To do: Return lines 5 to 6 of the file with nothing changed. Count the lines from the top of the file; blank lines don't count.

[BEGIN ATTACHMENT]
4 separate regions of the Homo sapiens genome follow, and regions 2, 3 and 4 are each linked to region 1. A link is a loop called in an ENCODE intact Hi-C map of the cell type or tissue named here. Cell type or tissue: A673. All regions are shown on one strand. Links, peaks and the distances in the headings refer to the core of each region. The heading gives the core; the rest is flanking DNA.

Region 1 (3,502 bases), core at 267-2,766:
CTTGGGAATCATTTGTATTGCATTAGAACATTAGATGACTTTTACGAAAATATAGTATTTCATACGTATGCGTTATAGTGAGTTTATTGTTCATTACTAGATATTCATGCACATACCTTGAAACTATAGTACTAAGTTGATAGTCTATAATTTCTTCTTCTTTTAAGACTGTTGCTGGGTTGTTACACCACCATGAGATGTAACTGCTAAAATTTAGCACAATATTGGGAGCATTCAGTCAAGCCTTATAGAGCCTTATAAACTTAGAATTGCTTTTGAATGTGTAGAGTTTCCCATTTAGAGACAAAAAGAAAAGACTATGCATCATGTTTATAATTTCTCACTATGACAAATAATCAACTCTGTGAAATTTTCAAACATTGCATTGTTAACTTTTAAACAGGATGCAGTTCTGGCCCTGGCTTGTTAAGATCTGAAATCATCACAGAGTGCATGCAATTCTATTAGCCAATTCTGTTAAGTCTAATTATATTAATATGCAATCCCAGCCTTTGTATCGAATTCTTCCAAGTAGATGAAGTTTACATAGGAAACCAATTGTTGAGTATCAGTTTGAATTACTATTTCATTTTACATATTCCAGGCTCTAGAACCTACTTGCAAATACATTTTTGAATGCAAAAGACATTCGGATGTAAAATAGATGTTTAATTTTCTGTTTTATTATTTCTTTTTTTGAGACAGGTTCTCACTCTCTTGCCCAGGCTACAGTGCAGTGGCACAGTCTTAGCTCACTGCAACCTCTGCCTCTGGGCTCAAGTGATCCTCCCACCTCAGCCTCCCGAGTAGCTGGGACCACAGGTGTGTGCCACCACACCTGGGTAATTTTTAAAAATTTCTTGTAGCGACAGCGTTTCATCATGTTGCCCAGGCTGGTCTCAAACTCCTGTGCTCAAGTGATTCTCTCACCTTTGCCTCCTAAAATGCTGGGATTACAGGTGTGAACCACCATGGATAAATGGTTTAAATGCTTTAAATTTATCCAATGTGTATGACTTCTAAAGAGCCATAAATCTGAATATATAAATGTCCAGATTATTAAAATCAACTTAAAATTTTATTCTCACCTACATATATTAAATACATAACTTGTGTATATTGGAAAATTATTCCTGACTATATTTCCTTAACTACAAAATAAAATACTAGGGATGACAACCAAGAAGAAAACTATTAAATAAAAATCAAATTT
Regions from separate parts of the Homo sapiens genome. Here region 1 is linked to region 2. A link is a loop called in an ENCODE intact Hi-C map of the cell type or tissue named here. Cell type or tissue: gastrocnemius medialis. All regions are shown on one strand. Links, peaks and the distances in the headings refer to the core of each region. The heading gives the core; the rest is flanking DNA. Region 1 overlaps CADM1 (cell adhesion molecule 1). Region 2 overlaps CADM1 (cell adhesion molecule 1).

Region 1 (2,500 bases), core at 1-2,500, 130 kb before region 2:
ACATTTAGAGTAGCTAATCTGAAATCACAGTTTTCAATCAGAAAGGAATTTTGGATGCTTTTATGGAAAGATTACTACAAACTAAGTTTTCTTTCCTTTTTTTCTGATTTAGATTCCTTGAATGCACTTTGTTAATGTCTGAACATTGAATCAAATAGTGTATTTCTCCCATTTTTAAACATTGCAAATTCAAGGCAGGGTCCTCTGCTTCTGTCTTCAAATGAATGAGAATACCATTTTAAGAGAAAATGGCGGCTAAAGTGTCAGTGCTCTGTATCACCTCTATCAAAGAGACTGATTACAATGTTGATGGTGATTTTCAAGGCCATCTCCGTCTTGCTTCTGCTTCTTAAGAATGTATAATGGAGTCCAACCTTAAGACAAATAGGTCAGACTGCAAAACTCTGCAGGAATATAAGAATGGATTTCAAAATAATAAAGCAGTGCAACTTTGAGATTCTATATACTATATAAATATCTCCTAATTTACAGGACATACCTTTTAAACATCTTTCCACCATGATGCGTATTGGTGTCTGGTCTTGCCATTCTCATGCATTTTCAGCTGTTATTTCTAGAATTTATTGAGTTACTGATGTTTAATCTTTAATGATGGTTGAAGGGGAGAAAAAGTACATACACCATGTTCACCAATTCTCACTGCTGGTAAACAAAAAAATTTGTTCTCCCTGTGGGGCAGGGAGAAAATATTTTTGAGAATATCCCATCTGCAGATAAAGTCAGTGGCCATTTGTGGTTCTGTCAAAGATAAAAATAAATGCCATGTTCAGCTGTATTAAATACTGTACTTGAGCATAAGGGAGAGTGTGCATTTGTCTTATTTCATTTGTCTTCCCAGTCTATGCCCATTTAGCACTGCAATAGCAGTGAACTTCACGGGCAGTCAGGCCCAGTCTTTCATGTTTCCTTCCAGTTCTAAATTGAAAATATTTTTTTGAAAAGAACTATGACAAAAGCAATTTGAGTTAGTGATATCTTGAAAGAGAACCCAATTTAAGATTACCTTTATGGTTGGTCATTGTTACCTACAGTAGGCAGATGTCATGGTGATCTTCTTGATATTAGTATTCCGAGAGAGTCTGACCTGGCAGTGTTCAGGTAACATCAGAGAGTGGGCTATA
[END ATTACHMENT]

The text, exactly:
Region 1 (2,500 bases), core at 1-2,500, 130 kb before region 2:
ACATTTAGAGTAGCTAATCTGAAATCACAGTTTTCAATCAGAAAGGAATTTTGGATGCTTTTATGGAAAGATTACTACAAACTAAGTTTTCTTTCCTTTTTTTCTGATTTAGATTCCTTGAATGCACTTTGTTAATGTCTGAACATTGAATCAAATAGTGTATTTCTCCCATTTTTAAACATTGCAAATTCAAGGCAGGGTCCTCTGCTTCTGTCTTCAAATGAATGAGAATACCATTTTAAGAGAAAATGGCGGCTAAAGTGTCAGTGCTCTGTATCACCTCTATCAAAGAGACTGATTACAATGTTGATGGTGATTTTCAAGGCCATCTCCGTCTTGCTTCTGCTTCTTAAGAATGTATAATGGAGTCCAACCTTAAGACAAATAGGTCAGACTGCAAAACTCTGCAGGAATATAAGAATGGATTTCAAAATAATAAAGCAGTGCAACTTTGAGATTCTATATACTATATAAATATCTCCTAATTTACAGGACATACCTTTTAAACATCTTTCCACCATGATGCGTATTGGTGTCTGGTCTTGCCATTCTCATGCATTTTCAGCTGTTATTTCTAGAATTTATTGAGTTACTGATGTTTAATCTTTAATGATGGTTGAAGGGGAGAAAAAGTACATACACCATGTTCACCAATTCTCACTGCTGGTAAACAAAAAAATTTGTTCTCCCTGTGGGGCAGGGAGAAAATATTTTTGAGAATATCCCATCTGCAGATAAAGTCAGTGGCCATTTGTGGTTCTGTCAAAGATAAAAATAAATGCCATGTTCAGCTGTATTAAATACTGTACTTGAGCATAAGGGAGAGTGTGCATTTGTCTTATTTCATTTGTCTTCCCAGTCTATGCCCATTTAGCACTGCAATAGCAGTGAACTTCACGGGCAGTCAGGCCCAGTCTTTCATGTTTCCTTCCAGTTCTAAATTGAAAATATTTTTTTGAAAAGAACTATGACAAAAGCAATTTGAGTTAGTGATATCTTGAAAGAGAACCCAATTTAAGATTACCTTTATGGTTGGTCATTGTTACCTACAGTAGGCAGATGTCATGGTGATCTTCTTGATATTAGTATTCCGAGAGAGTCTGACCTGGCAGTGTTCAGGTAACATCAGAGAGTGGGCTATA